Have you ever heard the story of the ancient city Troy? It had massive walls, keeping attackers outside and the city safe. However, the greek army, attacking the city, had a genius idea: they pretended to stop their attack and travel back home, while leaving a gift for the people of Troy: a huge wooden horse. The people of Troy were thankful for that gift and pulled the horse inside the city's walls - not knowing that greek soldiers have hidden themselves in the horse, crawling out at night, opening the doors for the rest of their army and thereby dooming the city.
Joomla 3 has been around for a long time. It is easy to forget how successful the series has become and how much it has evolved over the course of the minor versions.
As it approaches its final year as a mature, stable version of Joomla, it is about to enter its security support phase.
Joomla is a beautifully matured CMS, and long term Joomlers might knowingly nod, when I say it was a bumpy ride at times. Have a look at this article 'Celebrating Joomla 4' to get an idea of the new features of Joomla 4.
If you are (relatively) new to Joomla, chances are your website uses a template compatible with Joomla 4 (or at least your template developer provides a fully J4 compatible version of the template). Then you are lucky and this article is of no concern for you. But what if your website has been running for years now, and you are considering a migration from Joomla 3 to Joomla 4?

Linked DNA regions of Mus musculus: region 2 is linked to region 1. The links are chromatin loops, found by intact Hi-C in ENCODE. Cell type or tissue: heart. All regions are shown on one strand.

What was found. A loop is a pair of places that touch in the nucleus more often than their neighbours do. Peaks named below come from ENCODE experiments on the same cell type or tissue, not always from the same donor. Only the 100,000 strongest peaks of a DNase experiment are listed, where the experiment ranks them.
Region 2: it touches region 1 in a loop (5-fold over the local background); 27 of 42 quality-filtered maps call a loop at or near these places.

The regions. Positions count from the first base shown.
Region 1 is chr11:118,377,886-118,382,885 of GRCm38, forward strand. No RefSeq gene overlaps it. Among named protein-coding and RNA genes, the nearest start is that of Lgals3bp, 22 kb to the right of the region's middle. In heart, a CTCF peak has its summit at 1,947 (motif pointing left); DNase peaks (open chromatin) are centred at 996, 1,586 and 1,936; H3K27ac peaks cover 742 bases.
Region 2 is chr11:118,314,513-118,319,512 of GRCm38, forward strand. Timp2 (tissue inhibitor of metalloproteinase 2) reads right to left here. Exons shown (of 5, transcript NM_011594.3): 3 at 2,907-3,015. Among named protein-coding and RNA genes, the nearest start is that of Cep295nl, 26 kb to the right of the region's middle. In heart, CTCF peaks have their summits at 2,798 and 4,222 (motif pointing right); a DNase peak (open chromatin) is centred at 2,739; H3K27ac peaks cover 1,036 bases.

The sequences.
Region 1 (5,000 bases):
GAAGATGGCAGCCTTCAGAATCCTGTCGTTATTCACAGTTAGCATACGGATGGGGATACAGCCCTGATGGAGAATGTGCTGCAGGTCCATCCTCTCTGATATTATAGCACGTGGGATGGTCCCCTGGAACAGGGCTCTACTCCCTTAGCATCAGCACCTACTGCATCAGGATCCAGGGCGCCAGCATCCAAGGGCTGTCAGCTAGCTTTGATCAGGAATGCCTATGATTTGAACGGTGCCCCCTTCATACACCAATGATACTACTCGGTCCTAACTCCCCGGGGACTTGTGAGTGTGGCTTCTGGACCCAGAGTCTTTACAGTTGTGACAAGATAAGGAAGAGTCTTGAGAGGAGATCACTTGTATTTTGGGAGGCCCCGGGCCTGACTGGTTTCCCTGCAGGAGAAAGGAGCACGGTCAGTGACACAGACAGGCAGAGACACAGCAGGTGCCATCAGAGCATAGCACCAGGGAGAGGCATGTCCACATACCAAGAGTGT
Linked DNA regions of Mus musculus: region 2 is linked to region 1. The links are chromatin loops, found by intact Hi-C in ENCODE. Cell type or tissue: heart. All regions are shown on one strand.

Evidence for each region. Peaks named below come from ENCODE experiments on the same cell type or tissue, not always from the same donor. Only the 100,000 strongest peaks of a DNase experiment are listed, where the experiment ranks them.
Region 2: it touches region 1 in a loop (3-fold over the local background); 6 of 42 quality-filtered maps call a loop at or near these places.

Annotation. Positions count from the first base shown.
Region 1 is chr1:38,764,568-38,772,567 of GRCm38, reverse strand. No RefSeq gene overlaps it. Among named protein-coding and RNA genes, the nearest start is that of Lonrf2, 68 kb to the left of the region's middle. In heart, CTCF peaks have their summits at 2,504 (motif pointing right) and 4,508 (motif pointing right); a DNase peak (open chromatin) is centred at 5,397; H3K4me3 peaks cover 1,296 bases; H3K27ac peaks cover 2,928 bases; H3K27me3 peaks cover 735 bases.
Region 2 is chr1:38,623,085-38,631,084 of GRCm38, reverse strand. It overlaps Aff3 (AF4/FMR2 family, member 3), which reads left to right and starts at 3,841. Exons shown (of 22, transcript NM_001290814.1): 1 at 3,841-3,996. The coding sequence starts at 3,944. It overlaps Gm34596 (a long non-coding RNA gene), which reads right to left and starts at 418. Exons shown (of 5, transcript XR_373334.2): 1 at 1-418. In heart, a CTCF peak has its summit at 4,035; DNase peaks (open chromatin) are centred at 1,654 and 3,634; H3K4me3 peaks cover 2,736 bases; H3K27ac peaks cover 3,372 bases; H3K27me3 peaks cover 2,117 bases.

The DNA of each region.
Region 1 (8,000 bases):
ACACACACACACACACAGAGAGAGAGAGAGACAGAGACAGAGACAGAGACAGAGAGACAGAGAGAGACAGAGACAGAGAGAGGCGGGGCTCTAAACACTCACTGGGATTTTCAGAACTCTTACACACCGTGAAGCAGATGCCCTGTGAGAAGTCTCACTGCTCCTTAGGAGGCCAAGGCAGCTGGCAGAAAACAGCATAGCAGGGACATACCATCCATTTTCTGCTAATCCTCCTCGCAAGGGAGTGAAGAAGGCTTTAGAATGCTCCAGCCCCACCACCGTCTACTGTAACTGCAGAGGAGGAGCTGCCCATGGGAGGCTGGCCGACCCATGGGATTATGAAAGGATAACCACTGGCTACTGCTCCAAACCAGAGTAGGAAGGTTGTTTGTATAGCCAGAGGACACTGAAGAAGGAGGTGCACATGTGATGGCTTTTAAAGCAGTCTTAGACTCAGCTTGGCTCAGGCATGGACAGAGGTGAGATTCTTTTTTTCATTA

In June 2020 Google published an article called “Protect your resources from web attacks with Fetch Metadata” on web.dev. It's a new set of request headers to protect your site against common attack vectors for web applications.
Have you ever wondered how new features make it into the Joomla core? While in the past, Joomla followed the paradigm "write the code, then we look at it and make a decision," Joomla today has a professional process that supports the "think first, then implement" strategy.
As covered a few times already in the magazine and announced in the Developer Portal, Joomla 3.10 will be released together with 4.0 and will then be supported for two years after its initial release.
Hi 👋! My name is Ben Morss. I’m a Developer Advocate at Google, where my job is to help make it easier to make websites that are excellent for everyone. I also used to be a "serious" musician, so you can still find me recording songs in the attic that's now my workspace. And laboring on my opera that's sort of about Steve Jobs.
Good bug testing for software projects is about destruction not confirmation. You can easily follow the test instructions for a Pull Request (PR) and show that it fixes the problem it’s designed to fix. But what else might the new code be doing?